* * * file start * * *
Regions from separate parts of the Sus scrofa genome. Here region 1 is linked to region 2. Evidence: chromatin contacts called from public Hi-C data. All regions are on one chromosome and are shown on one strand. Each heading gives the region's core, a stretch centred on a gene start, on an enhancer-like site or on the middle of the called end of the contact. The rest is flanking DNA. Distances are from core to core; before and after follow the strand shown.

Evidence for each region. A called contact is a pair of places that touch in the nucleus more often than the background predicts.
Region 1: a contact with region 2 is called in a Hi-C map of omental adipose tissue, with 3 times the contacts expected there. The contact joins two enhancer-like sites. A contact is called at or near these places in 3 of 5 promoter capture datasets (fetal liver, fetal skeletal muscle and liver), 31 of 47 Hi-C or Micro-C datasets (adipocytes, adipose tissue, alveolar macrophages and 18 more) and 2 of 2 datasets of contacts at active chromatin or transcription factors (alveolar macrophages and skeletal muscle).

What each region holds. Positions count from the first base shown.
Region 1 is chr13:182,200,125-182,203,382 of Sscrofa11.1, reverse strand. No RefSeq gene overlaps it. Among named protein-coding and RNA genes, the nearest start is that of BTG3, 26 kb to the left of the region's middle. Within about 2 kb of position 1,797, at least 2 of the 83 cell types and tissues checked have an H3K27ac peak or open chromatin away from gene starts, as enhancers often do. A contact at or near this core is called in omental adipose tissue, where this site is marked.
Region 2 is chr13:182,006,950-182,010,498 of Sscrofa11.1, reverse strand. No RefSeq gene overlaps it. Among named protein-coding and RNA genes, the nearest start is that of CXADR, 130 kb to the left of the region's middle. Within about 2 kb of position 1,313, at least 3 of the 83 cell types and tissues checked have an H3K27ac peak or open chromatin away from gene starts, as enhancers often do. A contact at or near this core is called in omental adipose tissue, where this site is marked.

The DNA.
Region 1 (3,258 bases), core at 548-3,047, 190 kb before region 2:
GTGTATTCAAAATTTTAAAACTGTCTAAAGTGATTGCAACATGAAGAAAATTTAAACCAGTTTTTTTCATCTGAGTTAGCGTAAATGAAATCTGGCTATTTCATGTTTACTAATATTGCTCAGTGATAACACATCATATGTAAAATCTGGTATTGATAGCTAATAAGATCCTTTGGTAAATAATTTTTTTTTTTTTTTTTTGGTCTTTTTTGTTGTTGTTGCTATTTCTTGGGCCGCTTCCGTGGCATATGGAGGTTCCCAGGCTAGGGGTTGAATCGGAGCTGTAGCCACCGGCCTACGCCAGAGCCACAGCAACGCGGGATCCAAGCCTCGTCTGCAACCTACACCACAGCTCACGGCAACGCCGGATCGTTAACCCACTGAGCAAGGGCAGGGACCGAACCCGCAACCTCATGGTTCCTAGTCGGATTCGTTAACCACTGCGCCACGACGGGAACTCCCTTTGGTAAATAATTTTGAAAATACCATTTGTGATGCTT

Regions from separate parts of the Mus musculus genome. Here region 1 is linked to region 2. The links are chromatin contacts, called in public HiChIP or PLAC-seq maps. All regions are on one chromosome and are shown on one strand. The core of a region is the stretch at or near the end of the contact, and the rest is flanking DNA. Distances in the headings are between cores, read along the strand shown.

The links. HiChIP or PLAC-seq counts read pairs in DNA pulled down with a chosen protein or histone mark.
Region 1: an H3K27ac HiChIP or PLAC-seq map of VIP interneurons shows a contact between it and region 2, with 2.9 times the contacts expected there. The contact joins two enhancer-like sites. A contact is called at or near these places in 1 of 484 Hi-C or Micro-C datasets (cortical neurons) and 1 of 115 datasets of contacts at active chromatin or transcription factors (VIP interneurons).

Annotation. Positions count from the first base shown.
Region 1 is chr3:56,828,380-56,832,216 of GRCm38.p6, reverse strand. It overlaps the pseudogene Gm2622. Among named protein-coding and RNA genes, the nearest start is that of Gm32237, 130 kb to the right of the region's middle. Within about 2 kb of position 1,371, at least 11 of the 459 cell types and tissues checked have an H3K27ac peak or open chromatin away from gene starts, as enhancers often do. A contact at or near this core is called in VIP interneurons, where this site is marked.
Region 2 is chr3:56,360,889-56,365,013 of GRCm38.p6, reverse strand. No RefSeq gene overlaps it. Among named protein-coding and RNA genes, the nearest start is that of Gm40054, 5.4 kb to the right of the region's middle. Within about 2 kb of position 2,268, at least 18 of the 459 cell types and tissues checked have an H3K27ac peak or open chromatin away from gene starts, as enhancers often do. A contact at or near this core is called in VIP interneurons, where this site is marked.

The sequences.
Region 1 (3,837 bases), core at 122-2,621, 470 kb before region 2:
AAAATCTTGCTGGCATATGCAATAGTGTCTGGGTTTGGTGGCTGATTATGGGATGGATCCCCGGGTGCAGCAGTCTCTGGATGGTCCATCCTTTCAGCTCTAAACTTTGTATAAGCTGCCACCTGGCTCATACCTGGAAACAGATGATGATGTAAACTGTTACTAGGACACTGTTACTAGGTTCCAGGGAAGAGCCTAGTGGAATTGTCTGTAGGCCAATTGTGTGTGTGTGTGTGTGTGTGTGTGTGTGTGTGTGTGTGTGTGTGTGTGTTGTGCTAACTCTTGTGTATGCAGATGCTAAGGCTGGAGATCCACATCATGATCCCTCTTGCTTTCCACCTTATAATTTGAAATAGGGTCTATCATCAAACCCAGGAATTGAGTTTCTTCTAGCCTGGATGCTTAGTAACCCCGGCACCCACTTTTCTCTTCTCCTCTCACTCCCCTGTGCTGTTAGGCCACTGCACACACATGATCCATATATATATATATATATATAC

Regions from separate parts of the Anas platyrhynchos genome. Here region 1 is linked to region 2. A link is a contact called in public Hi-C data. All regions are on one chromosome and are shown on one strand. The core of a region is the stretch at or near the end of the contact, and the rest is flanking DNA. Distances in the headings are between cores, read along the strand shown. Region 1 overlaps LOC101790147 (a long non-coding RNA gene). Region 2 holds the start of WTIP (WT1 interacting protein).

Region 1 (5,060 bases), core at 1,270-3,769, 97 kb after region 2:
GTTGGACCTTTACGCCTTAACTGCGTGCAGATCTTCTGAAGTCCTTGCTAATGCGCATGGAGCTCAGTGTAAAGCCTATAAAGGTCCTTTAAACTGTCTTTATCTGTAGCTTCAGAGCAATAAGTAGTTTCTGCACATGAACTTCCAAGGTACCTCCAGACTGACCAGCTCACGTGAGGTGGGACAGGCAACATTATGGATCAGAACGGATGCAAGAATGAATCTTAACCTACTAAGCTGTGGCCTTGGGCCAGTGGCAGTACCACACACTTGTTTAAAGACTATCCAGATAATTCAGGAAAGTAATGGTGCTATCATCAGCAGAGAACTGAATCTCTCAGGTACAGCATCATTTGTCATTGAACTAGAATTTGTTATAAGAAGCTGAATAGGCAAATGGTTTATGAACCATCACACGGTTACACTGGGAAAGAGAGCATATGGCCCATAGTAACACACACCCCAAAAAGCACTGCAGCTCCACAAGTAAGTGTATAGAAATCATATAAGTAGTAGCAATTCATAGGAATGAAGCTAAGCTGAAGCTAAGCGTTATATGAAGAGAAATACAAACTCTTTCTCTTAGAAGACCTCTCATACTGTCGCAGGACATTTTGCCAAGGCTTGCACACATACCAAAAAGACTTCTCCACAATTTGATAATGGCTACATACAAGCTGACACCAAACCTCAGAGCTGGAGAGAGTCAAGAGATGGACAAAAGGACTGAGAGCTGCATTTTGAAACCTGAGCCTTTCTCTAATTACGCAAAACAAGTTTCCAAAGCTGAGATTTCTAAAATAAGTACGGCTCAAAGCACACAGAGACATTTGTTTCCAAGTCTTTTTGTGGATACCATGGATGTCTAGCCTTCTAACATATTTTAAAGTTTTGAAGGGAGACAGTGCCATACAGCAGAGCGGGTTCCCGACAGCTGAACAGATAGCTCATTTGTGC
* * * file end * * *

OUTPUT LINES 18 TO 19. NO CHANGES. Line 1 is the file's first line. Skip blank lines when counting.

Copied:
AAAATCTTGCTGGCATATGCAATAGTGTCTGGGTTTGGTGGCTGATTATGGGATGGATCCCCGGGTGCAGCAGTCTCTGGATGGTCCATCCTTTCAGCTCTAAACTTTGTATAAGCTGCCACCTGGCTCATACCTGGAAACAGATGATGATGTAAACTGTTACTAGGACACTGTTACTAGGTTCCAGGGAAGAGCCTAGTGGAATTGTCTGTAGGCCAATTGTGTGTGTGTGTGTGTGTGTGTGTGTGTGTGTGTGTGTGTGTGTGTGTGTTGTGCTAACTCTTGTGTATGCAGATGCTAAGGCTGGAGATCCACATCATGATCCCTCTTGCTTTCCACCTTATAATTTGAAATAGGGTCTATCATCAAACCCAGGAATTGAGTTTCTTCTAGCCTGGATGCTTAGTAACCCCGGCACCCACTTTTCTCTTCTCCTCTCACTCCCCTGTGCTGTTAGGCCACTGCACACACATGATCCATATATATATATATATATATAC

Regions from separate parts of the Anas platyrhynchos genome. Here region 1 is linked to region 2. A link is a contact called in public Hi-C data. All regions are on one chromosome and are shown on one strand. The core of a region is the stretch at or near the end of the contact, and the rest is flanking DNA. Distances in the headings are between cores, read along the strand shown. Region 1 overlaps LOC101790147 (a long non-coding RNA gene). Region 2 holds the start of WTIP (WT1 interacting protein).